Hunting archery 102: Picking apart sight pins

This may seem a little late, however, the reason I’m writing it is that I just got an email from a fellow hunter looking to buy a new bow sight. His questions centered on brand of sight and style, but eventually also touched on sight pins. This topic doesn’t get a lot of love, which is unfortunate because it should. Picking sights based on function, adjustability, and durability is always a good start, but since you’re aiming with them, it’s a solid idea to choose exactly what you want pin-wise.

For starters, most sight manufacturers give consumers the chance to customize pin color with green, yellow, and red being the option 99-percent of the time. Green is always the most dominant color, which makes sense because it’s the easiest to see for most folks. Red, on the other hand, is usually the least common color and is my least favorite color for pins. Red is the first color to disappear in the color spectrum in low light, and is simply a poor choice for a pin color. Yellow falls somewhere in the middle between red and green. If you have the option, try all green or green with a yellow break-up pin or two and then shoot in low light. You might be surprised.

Pin size is also customizable and you’ll likely find three choices – .029-, .019- and .010-inch. The easiest to see are the largest – the .029-inch pins. Those are a favorite among strictly whitetail hunters. For me, they are a bit too large and tend to either get fuzzy or cause me to have trouble picking a spot. I much prefer .019-inch pins for close- and farther-range shooting. At the other end of the spectrum are the tiny .010-inch pins, which make me feel like I’m an over-caffeinated newbie when it comes to aiming. They are simply too small for me. If you get the chance, shoot all three at your farthest comfortable distance to see, which allows you the best chance to hit a bull's-eye.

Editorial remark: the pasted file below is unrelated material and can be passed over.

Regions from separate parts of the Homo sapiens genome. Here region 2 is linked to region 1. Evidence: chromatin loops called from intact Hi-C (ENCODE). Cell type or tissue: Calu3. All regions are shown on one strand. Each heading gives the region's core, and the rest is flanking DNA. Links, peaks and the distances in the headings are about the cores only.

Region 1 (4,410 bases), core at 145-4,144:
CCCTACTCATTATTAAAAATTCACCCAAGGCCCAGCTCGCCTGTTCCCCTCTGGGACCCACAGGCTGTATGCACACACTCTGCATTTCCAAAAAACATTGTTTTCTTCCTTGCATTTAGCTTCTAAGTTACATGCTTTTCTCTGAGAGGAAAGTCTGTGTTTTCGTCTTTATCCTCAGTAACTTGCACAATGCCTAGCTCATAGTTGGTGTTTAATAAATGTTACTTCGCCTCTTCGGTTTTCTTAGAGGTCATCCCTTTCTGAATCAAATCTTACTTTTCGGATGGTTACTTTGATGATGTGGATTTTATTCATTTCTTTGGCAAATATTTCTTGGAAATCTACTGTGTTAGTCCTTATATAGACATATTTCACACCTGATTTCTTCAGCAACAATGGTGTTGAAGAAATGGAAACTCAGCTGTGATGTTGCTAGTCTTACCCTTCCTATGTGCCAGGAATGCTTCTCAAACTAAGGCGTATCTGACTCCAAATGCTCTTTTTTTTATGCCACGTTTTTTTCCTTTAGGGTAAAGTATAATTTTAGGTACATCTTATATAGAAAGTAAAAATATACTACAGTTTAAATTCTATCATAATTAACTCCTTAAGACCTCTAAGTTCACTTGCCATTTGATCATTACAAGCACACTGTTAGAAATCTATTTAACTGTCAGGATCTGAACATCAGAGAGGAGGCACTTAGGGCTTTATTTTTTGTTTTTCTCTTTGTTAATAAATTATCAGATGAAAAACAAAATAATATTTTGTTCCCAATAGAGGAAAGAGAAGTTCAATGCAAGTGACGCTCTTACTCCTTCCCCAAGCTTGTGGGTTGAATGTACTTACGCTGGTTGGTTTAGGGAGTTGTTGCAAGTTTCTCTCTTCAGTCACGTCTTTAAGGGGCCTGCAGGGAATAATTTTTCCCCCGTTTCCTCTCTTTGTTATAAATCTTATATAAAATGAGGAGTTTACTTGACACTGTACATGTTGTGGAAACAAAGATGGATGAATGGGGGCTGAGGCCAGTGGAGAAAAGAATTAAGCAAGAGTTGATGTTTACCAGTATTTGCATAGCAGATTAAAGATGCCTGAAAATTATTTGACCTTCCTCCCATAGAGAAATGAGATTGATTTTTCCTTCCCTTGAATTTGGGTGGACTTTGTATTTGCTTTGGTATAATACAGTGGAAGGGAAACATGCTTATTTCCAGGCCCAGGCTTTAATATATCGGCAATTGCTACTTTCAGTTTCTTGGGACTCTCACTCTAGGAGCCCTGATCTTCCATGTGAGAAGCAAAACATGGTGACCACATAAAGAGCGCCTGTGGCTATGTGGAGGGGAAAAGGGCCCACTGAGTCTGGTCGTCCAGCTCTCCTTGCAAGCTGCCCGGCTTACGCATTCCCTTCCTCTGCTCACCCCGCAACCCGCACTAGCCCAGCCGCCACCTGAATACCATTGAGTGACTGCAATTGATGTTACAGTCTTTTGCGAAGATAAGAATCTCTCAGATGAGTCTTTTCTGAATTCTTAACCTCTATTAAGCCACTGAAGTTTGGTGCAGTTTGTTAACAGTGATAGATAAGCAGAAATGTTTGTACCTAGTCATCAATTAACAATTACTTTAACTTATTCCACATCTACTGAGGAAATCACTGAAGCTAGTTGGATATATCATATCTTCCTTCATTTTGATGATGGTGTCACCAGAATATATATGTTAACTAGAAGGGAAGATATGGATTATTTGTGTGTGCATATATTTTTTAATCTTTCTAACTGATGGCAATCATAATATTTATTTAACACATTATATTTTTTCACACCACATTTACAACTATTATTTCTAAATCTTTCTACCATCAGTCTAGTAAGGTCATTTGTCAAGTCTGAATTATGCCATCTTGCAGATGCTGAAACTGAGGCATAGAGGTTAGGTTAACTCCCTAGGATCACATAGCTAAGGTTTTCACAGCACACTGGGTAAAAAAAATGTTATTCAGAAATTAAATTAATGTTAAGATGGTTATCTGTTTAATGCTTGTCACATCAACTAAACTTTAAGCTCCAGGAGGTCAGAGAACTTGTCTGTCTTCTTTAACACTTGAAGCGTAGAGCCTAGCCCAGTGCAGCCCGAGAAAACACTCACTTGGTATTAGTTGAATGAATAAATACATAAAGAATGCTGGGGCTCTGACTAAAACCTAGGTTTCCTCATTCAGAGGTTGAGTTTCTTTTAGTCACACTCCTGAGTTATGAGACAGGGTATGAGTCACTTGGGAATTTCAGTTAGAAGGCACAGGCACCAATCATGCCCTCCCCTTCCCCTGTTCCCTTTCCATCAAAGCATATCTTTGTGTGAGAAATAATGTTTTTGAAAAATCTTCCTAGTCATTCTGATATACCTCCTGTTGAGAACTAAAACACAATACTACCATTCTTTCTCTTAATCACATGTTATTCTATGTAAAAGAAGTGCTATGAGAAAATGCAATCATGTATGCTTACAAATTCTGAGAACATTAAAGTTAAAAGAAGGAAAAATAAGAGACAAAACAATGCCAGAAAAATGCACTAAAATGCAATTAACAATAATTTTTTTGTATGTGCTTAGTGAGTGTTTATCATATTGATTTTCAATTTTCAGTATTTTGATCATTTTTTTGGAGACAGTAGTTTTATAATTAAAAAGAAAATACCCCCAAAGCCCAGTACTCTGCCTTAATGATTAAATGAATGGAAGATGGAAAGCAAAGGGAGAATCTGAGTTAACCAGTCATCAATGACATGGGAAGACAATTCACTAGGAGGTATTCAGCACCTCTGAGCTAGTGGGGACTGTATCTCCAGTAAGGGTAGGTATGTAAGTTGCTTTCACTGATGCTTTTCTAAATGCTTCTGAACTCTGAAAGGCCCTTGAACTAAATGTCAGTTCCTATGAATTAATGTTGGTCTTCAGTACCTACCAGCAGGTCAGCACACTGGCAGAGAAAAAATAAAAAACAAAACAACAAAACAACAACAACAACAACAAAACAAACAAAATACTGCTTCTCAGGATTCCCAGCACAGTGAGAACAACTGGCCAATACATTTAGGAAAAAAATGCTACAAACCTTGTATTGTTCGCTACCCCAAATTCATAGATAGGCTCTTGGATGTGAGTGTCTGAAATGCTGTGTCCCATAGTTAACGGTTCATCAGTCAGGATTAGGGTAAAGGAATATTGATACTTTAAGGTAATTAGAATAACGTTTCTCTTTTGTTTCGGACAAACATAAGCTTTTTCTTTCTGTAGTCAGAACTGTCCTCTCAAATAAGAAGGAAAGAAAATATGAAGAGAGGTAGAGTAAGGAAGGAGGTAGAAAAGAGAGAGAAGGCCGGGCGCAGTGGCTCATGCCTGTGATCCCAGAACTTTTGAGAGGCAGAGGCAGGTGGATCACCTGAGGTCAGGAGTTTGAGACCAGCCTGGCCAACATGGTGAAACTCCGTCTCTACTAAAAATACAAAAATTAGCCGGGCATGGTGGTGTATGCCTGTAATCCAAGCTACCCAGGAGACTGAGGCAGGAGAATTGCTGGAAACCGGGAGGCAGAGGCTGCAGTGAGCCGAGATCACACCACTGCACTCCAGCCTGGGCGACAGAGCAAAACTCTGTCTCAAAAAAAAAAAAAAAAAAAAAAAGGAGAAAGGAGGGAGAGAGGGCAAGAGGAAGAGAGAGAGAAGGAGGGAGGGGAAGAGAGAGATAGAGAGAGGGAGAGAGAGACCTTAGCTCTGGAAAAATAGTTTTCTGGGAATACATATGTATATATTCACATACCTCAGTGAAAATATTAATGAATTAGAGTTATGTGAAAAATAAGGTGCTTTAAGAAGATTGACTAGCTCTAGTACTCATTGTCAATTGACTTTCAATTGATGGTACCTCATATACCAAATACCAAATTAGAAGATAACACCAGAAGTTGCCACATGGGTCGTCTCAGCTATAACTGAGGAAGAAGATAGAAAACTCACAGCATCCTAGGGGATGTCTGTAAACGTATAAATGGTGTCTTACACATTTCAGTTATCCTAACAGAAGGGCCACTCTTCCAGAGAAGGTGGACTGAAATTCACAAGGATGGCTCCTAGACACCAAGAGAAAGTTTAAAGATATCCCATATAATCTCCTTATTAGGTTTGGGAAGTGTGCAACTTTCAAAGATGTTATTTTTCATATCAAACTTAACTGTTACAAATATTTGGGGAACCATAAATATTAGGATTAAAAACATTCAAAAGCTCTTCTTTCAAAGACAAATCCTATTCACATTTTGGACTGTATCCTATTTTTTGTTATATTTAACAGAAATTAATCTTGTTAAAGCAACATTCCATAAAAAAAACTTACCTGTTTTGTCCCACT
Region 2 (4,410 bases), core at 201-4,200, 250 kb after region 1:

Lastly, you’ll notice most sights feature pins that are mounted horizontally. A few, especially single-pin sights, offer vertical pins. There is nothing wrong with a rack of horizontal pins, but I’ve found that they obscure about half of my sight window, and quite frankly, I don’t like that. I like being able to aim a pin and see what is to the left, and to the right of the pin. That is really only possible with vertical pins. This doesn’t matter as much on the target range, but having shot at quite a few animals in my life with both styles I can say without a doubt I’d rather have a more-open sight window that allows me to aim more precisely.

If you’re in the market for a sight upgrade, carefully consider what you want as far as pins go. There are a lot of great options on the market, and taking the time to figure out what works best will result in you being a better shot. This is truly one of those situations where you can fork over some cash and reap better shooting results because of it. 

Categories: Bloggers on Hunting, Hunting News, NatBlogs, Social Media, Tony Peterson

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